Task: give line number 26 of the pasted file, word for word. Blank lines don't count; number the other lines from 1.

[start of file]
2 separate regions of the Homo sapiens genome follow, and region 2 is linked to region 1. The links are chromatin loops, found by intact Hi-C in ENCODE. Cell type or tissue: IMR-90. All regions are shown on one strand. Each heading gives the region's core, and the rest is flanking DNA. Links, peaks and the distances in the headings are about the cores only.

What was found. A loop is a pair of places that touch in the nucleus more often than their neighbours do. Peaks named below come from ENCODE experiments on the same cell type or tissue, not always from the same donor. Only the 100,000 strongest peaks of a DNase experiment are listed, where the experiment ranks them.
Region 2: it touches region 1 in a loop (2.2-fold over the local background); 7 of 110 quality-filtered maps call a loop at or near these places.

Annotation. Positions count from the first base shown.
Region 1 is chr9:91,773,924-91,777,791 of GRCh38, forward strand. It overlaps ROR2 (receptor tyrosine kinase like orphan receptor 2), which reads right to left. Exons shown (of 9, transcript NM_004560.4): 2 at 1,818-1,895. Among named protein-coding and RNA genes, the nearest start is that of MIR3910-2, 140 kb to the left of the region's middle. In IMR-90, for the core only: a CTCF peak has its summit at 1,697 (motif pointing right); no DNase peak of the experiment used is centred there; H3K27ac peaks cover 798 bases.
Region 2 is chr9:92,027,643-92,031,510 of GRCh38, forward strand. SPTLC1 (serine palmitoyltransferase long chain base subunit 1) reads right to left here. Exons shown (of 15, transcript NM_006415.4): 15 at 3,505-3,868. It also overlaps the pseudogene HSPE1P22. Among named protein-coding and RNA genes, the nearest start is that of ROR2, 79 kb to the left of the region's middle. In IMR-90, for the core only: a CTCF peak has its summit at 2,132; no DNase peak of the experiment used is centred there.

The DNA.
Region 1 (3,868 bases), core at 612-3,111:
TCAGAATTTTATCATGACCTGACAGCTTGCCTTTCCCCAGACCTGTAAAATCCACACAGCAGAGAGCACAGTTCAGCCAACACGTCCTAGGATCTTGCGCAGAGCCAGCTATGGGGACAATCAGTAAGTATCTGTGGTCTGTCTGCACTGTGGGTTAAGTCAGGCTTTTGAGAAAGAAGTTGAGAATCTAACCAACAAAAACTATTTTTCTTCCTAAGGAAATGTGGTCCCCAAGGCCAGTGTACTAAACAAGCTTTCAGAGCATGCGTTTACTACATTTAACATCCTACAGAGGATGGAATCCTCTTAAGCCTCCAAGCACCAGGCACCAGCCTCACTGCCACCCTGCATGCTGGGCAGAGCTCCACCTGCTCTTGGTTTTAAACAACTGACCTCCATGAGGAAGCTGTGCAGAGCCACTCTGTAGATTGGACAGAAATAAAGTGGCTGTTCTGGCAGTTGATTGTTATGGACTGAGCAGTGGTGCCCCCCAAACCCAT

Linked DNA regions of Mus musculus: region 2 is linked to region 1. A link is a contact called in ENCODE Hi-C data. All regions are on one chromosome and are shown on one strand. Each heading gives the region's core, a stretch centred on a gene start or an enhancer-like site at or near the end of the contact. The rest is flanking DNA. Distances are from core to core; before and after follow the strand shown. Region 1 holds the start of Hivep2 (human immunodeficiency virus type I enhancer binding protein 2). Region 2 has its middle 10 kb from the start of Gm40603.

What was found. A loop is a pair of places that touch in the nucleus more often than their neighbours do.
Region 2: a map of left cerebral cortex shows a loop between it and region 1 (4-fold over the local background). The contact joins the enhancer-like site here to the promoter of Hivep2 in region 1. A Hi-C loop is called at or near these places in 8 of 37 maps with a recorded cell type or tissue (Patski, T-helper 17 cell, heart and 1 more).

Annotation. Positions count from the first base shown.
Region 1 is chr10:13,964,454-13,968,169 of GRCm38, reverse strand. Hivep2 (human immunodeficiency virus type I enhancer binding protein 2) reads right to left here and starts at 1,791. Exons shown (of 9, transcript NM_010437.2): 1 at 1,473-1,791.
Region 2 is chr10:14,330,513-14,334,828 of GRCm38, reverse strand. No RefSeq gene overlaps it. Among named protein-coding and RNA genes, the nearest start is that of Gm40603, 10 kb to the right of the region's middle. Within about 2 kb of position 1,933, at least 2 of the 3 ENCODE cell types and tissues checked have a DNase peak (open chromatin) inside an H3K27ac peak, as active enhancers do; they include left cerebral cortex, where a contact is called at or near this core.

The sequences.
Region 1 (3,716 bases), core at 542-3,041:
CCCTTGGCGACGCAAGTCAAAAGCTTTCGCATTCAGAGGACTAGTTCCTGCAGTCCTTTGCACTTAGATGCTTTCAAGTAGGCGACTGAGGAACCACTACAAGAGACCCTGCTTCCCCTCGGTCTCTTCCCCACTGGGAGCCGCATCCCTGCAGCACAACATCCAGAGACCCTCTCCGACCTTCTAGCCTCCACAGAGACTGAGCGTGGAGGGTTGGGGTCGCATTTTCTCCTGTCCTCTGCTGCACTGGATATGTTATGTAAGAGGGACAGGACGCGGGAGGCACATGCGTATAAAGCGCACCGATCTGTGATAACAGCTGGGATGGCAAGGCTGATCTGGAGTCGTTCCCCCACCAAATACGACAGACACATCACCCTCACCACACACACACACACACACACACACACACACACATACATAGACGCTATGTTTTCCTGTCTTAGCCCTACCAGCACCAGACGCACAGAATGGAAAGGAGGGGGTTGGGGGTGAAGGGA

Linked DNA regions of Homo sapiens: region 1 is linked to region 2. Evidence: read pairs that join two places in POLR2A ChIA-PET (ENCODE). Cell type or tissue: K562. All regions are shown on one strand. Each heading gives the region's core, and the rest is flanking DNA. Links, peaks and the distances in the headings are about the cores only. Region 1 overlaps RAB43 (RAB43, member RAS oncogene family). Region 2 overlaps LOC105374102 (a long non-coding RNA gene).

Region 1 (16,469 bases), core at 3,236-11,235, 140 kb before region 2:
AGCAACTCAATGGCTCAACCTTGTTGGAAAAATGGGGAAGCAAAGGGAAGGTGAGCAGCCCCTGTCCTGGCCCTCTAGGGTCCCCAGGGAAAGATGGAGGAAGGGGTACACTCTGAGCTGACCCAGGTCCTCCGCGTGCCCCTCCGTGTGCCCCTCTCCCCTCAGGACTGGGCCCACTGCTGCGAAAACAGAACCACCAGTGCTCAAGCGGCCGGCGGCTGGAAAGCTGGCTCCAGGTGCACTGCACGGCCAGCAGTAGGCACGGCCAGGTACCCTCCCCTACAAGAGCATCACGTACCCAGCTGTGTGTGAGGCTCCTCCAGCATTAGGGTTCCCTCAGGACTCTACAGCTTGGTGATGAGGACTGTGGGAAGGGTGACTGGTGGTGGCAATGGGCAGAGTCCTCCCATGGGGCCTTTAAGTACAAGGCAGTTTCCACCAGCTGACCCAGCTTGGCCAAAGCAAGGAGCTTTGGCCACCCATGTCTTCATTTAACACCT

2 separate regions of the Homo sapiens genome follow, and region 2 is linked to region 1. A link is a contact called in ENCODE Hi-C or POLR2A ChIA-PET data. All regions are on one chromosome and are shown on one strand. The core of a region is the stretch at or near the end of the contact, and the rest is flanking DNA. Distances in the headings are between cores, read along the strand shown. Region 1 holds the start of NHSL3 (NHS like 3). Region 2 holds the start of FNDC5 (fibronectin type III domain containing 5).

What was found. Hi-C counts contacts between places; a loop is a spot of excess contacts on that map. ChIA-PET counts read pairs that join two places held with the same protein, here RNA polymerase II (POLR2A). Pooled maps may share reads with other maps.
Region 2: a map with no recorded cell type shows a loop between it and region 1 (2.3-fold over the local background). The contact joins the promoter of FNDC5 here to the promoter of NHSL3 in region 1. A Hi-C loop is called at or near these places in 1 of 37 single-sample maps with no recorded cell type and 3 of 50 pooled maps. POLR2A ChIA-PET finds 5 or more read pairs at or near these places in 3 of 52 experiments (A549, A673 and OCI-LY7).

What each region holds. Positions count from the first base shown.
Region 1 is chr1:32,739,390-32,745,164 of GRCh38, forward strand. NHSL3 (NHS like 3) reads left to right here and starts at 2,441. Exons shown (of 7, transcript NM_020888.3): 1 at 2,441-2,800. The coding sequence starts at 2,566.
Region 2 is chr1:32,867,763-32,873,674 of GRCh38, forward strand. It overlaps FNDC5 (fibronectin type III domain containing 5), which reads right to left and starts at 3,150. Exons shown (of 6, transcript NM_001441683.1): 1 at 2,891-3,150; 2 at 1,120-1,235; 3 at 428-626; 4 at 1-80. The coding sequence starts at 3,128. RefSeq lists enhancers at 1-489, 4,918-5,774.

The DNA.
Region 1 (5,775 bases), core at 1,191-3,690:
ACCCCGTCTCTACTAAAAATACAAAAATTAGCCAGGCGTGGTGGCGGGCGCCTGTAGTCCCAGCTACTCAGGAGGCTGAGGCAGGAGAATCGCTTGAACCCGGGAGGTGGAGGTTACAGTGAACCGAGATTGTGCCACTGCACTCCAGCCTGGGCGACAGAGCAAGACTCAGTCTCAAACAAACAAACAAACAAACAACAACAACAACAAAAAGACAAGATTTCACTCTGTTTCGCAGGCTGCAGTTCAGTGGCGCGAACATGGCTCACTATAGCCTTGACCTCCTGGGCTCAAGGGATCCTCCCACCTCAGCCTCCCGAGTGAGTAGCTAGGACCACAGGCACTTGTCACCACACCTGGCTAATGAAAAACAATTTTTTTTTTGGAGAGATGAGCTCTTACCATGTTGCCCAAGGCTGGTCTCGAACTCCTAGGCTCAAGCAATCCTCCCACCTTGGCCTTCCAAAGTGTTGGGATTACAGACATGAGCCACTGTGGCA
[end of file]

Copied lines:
Region 1 is chr1:32,739,390-32,745,164 of GRCh38, forward strand. NHSL3 (NHS like 3) reads left to right here and starts at 2,441. Exons shown (of 7, transcript NM_020888.3): 1 at 2,441-2,800. The coding sequence starts at 2,566.